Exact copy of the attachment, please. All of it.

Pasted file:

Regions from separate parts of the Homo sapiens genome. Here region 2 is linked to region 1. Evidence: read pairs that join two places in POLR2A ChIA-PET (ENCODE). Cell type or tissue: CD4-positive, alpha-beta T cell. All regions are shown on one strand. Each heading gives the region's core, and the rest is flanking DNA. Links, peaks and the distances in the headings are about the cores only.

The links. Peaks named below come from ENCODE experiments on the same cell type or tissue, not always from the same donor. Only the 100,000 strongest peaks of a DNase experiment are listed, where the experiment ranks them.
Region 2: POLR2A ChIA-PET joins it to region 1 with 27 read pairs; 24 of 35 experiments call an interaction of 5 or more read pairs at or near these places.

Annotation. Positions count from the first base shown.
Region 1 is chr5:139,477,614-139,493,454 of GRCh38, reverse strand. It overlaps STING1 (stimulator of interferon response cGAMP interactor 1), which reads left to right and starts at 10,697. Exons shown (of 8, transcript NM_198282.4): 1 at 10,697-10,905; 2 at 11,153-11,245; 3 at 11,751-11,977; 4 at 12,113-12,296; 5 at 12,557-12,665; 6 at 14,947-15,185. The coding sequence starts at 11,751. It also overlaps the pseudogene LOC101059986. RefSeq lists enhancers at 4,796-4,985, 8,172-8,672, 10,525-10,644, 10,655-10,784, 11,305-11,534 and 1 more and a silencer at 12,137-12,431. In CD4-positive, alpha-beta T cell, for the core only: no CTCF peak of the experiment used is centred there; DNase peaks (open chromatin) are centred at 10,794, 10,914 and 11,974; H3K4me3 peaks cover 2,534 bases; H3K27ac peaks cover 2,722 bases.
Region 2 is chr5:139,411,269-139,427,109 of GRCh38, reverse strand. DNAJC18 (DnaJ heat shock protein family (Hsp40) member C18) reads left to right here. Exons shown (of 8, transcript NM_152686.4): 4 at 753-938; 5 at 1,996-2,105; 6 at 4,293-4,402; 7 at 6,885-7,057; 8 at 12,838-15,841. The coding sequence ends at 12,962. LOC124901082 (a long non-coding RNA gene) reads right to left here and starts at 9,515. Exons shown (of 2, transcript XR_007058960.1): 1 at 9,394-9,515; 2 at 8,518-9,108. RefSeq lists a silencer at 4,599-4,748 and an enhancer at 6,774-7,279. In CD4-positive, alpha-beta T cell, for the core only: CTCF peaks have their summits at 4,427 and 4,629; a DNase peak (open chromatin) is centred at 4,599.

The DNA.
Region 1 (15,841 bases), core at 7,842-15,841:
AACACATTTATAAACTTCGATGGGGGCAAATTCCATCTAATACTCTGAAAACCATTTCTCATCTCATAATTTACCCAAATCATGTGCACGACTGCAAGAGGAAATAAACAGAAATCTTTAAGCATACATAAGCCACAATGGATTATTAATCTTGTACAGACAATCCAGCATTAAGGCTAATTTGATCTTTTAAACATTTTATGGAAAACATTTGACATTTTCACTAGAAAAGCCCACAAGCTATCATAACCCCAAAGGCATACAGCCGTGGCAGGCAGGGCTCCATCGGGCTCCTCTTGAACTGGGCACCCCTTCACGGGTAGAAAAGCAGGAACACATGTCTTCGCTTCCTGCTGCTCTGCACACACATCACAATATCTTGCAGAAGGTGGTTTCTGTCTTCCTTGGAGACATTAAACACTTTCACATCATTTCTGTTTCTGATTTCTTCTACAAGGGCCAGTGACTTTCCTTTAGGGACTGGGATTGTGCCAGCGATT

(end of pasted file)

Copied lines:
Regions from separate parts of the Homo sapiens genome. Here region 2 is linked to region 1. Evidence: read pairs that join two places in POLR2A ChIA-PET (ENCODE). Cell type or tissue: CD4-positive, alpha-beta T cell. All regions are shown on one strand. Each heading gives the region's core, and the rest is flanking DNA. Links, peaks and the distances in the headings are about the cores only.

The links. Peaks named below come from ENCODE experiments on the same cell type or tissue, not always from the same donor. Only the 100,000 strongest peaks of a DNase experiment are listed, where the experiment ranks them.
Region 2: POLR2A ChIA-PET joins it to region 1 with 27 read pairs; 24 of 35 experiments call an interaction of 5 or more read pairs at or near these places.

Annotation. Positions count from the first base shown.
Region 1 is chr5:139,477,614-139,493,454 of GRCh38, reverse strand. It overlaps STING1 (stimulator of interferon response cGAMP interactor 1), which reads left to right and starts at 10,697. Exons shown (of 8, transcript NM_198282.4): 1 at 10,697-10,905; 2 at 11,153-11,245; 3 at 11,751-11,977; 4 at 12,113-12,296; 5 at 12,557-12,665; 6 at 14,947-15,185. The coding sequence starts at 11,751. It also overlaps the pseudogene LOC101059986. RefSeq lists enhancers at 4,796-4,985, 8,172-8,672, 10,525-10,644, 10,655-10,784, 11,305-11,534 and 1 more and a silencer at 12,137-12,431. In CD4-positive, alpha-beta T cell, for the core only: no CTCF peak of the experiment used is centred there; DNase peaks (open chromatin) are centred at 10,794, 10,914 and 11,974; H3K4me3 peaks cover 2,534 bases; H3K27ac peaks cover 2,722 bases.
Region 2 is chr5:139,411,269-139,427,109 of GRCh38, reverse strand. DNAJC18 (DnaJ heat shock protein family (Hsp40) member C18) reads left to right here. Exons shown (of 8, transcript NM_152686.4): 4 at 753-938; 5 at 1,996-2,105; 6 at 4,293-4,402; 7 at 6,885-7,057; 8 at 12,838-15,841. The coding sequence ends at 12,962. LOC124901082 (a long non-coding RNA gene) reads right to left here and starts at 9,515. Exons shown (of 2, transcript XR_007058960.1): 1 at 9,394-9,515; 2 at 8,518-9,108. RefSeq lists a silencer at 4,599-4,748 and an enhancer at 6,774-7,279. In CD4-positive, alpha-beta T cell, for the core only: CTCF peaks have their summits at 4,427 and 4,629; a DNase peak (open chromatin) is centred at 4,599.

The DNA.
Region 1 (15,841 bases), core at 7,842-15,841:
AACACATTTATAAACTTCGATGGGGGCAAATTCCATCTAATACTCTGAAAACCATTTCTCATCTCATAATTTACCCAAATCATGTGCACGACTGCAAGAGGAAATAAACAGAAATCTTTAAGCATACATAAGCCACAATGGATTATTAATCTTGTACAGACAATCCAGCATTAAGGCTAATTTGATCTTTTAAACATTTTATGGAAAACATTTGACATTTTCACTAGAAAAGCCCACAAGCTATCATAACCCCAAAGGCATACAGCCGTGGCAGGCAGGGCTCCATCGGGCTCCTCTTGAACTGGGCACCCCTTCACGGGTAGAAAAGCAGGAACACATGTCTTCGCTTCCTGCTGCTCTGCACACACATCACAATATCTTGCAGAAGGTGGTTTCTGTCTTCCTTGGAGACATTAAACACTTTCACATCATTTCTGTTTCTGATTTCTTCTACAAGGGCCAGTGACTTTCCTTTAGGGACTGGGATTGTGCCAGCGATT